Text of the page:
In the Quixote, soon after don Quixote himself is introduced, we meet Pero (= Pedro) Pérez, the village priest. Our priest never engages in the ordinary work of priests (except in the last chapter of Part II, and I contend that was never in the original plan—which will be explained later). He never says a single mass, nor does he even say he has to prepare for one, write a sermon, hasten off to hear confessions, or anything of the kind.
It is equally strange that don Quixote himself never says that he has to go to mass, that he needs to confess, that he needs a blessing, that he requires spiritual advice. A Christian knight, which is what don Quixote professes himself to be—you would think at least—would be in constant need of the services of a priest. When don Quixote, or anyone else for that matter, eats, no matter in the open wilderness or in sumptuous banquets, it is strange that no one ever says a blessing.
But what does Pero Pérez do to pass the time if he doesn’t engage in religious matters? We find out the instant he is mentioned for the first time in the book: “[Don Quixote] had frequent debates with the priest of his village… about who had been the greater knight: Palmerín de Ingalaterra12 or Amadís de Gaula.” (Part I, Chap. 1). What the priest does most of the time is to engage in literary discussions about secular literature. He never even mentions religious literature—the Bible, lives of the saints, missals, prayer books, and so on. He is very astute in his valuations of secular literature and seems to have been a voracious reader in most areas.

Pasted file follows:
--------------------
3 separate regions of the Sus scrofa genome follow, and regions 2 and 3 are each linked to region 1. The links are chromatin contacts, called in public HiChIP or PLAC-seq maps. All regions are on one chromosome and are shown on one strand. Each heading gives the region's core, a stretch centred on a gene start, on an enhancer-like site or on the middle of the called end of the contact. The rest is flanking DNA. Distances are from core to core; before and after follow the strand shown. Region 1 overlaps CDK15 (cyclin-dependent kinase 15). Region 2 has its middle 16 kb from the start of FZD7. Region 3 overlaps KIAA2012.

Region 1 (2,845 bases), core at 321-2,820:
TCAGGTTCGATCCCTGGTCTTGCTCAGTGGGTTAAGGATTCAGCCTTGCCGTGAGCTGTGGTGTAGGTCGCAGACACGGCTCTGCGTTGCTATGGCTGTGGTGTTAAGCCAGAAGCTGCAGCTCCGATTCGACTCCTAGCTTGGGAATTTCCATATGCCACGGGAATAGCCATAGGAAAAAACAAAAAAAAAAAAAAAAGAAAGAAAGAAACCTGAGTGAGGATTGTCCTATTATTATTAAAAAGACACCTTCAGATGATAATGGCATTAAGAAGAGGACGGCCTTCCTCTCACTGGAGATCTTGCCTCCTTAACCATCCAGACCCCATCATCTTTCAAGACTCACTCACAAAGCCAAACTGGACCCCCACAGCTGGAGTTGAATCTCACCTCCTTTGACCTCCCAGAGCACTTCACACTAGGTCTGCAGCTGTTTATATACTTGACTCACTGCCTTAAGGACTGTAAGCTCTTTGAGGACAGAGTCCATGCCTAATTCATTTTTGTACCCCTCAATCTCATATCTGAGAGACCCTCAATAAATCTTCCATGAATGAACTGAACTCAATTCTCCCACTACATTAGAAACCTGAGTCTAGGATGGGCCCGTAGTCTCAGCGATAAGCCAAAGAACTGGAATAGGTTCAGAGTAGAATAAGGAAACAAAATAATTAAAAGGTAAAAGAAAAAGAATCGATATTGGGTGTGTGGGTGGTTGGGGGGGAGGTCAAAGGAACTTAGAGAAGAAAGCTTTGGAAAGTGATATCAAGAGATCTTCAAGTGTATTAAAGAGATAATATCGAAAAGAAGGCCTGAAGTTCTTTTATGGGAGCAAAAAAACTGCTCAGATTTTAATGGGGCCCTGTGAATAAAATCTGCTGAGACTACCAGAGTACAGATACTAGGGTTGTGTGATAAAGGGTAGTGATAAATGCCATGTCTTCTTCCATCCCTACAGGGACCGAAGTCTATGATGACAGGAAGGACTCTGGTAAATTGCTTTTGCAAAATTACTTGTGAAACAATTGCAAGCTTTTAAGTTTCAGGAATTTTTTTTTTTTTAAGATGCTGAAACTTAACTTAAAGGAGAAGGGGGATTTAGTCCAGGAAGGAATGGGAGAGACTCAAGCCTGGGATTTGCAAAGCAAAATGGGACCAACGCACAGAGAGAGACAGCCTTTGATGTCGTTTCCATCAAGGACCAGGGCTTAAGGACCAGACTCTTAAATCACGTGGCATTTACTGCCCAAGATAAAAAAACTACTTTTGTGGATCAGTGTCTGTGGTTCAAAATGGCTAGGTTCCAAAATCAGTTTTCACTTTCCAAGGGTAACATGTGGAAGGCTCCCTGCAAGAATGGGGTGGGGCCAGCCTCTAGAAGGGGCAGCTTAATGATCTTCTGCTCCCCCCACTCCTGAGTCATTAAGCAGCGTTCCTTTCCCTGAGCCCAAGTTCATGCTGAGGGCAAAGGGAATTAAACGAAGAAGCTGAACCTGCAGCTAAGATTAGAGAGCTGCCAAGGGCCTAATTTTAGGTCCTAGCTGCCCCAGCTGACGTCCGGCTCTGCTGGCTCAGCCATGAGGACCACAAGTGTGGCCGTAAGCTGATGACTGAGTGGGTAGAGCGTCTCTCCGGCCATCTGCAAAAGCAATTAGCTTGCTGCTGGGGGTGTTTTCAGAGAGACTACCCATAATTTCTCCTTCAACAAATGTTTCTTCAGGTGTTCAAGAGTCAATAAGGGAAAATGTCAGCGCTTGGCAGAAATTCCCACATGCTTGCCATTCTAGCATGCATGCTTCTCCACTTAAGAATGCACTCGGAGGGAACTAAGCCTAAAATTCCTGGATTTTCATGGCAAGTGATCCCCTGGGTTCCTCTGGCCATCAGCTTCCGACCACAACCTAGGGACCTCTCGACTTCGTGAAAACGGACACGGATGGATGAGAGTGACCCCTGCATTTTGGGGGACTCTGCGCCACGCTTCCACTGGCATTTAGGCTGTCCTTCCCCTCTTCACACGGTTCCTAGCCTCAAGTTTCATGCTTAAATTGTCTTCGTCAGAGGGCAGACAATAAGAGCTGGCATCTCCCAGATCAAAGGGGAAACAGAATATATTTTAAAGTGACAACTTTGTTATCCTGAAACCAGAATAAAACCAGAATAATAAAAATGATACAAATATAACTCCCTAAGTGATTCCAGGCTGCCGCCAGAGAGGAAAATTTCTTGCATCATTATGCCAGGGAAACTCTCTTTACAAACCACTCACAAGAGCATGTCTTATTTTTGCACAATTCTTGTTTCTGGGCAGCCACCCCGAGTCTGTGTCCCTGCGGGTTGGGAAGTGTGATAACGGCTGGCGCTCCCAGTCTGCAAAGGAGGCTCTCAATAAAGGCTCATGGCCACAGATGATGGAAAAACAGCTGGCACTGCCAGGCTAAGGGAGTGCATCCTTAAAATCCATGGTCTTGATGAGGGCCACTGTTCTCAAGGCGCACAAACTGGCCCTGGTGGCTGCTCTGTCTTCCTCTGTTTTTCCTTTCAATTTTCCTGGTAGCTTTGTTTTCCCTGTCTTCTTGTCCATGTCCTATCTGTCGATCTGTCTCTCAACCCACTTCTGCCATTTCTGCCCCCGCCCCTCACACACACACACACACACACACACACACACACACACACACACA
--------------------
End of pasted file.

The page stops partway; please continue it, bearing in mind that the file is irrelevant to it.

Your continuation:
The priest makes certain odd interjections throughout the book. At one point he makes a pagan exclamation: “since Apollo was Apollo… a more delightful or silly book as this one hasn’t been written” (Part I, Chap. 6). Why Apollo? Why not a biblical figure? Because this priest never thinks of religious matters, never considers religious sources. He is plainly obsessed with secular life and secular literature.
In Chapter 32 of Part I, our priest engages in a discussion of books of chivalry with an innkeeper who has just brought out a suitcase containing both books of chivalry and history. The priest astutely explains to him the difference between fiction and non-fiction. In Chapter 47 of Part I we meet the canon of Toledo (a canon is a priest who serves in a cathedral). The canon is taken aside by Pero Pérez and told of don Quixote’s craziness. This canon states that “I’ve read… the beginning of the majority of [the romances of chivalry] that have been printed, [but] I could never read one all the way through,” yet he seems to know them better than that. The canon goes on to say that he has thought, not of writing a religious work, but of writing a book of chivalry, and in fact has already written two hundred pages of one. Our priest, talking about modern plays, thinks them bad, not on religious grounds, but because they don’t follow the three classical unities.